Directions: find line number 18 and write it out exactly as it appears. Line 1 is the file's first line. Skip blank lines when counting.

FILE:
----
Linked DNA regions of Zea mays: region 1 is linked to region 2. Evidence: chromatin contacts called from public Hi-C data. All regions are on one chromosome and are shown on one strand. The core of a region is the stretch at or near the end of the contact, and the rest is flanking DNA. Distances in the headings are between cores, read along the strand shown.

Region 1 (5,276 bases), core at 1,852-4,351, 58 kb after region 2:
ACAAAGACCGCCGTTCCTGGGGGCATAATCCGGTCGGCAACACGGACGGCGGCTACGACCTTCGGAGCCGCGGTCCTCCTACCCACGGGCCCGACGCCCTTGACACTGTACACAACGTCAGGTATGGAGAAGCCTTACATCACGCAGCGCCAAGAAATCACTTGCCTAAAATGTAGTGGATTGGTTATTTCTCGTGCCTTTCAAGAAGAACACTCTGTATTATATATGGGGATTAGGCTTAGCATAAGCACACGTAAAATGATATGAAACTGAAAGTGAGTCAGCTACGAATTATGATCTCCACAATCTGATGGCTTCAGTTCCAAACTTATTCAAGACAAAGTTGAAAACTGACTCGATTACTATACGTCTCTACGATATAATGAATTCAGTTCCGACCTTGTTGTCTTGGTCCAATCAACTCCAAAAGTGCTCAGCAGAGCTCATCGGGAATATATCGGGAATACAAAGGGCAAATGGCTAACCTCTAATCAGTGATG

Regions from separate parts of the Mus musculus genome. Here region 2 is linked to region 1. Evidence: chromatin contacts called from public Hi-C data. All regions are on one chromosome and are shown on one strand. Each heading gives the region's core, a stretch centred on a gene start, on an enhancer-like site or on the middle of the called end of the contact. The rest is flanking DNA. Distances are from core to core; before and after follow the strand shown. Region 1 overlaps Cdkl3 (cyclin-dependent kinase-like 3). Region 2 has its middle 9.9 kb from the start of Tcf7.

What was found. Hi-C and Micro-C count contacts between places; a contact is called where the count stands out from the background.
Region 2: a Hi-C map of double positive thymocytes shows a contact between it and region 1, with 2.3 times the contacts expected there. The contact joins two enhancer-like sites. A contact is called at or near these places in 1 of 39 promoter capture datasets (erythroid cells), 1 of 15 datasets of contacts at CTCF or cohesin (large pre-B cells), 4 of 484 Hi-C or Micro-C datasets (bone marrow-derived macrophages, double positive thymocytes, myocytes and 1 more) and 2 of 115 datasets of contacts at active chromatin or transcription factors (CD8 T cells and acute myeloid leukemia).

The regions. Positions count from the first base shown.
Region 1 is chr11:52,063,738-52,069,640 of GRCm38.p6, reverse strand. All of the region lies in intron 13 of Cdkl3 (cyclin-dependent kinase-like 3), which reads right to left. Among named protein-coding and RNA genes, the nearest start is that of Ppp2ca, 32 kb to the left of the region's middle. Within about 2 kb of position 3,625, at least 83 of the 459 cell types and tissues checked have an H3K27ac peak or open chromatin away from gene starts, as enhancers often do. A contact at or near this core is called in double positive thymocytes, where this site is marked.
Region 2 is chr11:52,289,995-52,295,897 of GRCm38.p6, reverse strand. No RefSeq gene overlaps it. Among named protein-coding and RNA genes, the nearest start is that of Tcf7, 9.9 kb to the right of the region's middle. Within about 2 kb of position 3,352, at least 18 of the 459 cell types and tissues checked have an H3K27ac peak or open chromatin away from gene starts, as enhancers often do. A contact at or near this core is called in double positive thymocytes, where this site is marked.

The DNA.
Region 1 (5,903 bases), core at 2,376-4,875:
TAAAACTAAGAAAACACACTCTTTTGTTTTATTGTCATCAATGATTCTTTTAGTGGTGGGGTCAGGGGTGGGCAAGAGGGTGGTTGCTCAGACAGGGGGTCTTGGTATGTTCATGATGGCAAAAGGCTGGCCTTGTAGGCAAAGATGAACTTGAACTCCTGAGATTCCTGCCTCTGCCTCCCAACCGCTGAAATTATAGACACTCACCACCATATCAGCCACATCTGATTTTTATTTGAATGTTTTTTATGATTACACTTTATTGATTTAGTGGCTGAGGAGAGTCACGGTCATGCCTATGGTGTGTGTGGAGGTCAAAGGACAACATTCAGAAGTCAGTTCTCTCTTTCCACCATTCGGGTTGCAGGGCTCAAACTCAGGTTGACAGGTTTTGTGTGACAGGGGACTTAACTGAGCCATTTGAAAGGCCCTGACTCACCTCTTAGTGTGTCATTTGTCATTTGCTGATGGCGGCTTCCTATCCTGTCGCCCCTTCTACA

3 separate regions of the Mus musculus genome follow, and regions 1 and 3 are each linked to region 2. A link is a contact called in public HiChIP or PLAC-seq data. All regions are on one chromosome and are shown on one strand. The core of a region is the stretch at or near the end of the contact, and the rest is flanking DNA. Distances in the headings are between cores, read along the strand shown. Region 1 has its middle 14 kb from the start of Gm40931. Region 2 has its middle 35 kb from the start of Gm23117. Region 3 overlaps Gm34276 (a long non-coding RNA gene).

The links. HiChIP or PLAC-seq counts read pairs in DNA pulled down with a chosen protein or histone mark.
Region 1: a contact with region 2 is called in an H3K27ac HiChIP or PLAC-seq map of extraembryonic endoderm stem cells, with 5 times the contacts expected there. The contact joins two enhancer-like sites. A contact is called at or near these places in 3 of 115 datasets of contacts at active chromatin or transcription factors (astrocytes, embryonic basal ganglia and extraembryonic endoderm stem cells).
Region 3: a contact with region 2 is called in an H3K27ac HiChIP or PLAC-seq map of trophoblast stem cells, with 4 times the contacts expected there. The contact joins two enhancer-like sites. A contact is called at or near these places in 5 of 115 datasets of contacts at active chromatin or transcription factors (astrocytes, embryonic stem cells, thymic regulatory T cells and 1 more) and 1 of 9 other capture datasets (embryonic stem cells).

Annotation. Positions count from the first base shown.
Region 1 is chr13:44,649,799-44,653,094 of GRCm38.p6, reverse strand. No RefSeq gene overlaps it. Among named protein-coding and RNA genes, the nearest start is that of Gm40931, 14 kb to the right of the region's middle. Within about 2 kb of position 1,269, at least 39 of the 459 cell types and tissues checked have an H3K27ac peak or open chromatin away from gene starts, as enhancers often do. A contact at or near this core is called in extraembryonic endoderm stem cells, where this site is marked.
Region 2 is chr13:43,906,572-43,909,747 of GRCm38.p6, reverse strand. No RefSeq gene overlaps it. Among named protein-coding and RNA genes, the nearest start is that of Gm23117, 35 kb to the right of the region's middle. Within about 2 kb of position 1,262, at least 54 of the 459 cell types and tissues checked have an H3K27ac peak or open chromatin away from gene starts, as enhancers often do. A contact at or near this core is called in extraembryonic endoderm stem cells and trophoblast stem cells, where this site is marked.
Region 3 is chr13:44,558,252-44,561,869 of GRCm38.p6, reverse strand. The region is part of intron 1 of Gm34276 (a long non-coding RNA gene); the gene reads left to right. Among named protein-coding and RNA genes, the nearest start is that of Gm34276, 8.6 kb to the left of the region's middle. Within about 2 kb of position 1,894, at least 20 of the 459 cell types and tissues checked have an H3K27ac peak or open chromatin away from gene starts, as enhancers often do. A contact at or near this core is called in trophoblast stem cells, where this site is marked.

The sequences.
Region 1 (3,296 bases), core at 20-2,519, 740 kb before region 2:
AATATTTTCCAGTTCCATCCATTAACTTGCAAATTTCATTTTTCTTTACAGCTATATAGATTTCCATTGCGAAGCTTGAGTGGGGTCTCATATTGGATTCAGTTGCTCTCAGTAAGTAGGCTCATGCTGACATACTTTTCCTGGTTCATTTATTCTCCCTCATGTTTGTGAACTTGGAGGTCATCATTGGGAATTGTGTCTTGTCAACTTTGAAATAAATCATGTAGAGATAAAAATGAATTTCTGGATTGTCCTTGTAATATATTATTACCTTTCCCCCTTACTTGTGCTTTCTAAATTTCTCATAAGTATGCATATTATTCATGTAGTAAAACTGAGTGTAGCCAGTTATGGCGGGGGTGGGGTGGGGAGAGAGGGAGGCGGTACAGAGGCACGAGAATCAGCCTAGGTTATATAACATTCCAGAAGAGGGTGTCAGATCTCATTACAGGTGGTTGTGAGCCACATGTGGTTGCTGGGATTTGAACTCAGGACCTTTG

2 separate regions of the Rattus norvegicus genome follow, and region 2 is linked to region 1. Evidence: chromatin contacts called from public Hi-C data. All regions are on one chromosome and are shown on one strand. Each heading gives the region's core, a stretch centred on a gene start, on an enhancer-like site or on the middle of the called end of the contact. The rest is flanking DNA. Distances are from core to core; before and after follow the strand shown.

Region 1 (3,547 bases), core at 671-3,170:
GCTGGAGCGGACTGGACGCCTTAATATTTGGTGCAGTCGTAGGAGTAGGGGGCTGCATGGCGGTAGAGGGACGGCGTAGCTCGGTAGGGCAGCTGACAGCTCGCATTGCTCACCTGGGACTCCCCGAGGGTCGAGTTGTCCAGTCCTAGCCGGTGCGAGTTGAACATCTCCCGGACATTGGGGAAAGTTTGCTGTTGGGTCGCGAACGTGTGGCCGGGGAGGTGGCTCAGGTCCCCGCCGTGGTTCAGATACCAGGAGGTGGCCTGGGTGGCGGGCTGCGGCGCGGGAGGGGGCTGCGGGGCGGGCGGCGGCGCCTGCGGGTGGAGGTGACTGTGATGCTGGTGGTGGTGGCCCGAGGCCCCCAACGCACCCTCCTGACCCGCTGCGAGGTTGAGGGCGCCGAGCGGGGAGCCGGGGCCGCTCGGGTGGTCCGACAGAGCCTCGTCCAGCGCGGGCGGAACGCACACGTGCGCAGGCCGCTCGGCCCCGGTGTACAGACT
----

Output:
Region 1 is chr13:44,649,799-44,653,094 of GRCm38.p6, reverse strand. No RefSeq gene overlaps it. Among named protein-coding and RNA genes, the nearest start is that of Gm40931, 14 kb to the right of the region's middle. Within about 2 kb of position 1,269, at least 39 of the 459 cell types and tissues checked have an H3K27ac peak or open chromatin away from gene starts, as enhancers often do. A contact at or near this core is called in extraembryonic endoderm stem cells, where this site is marked.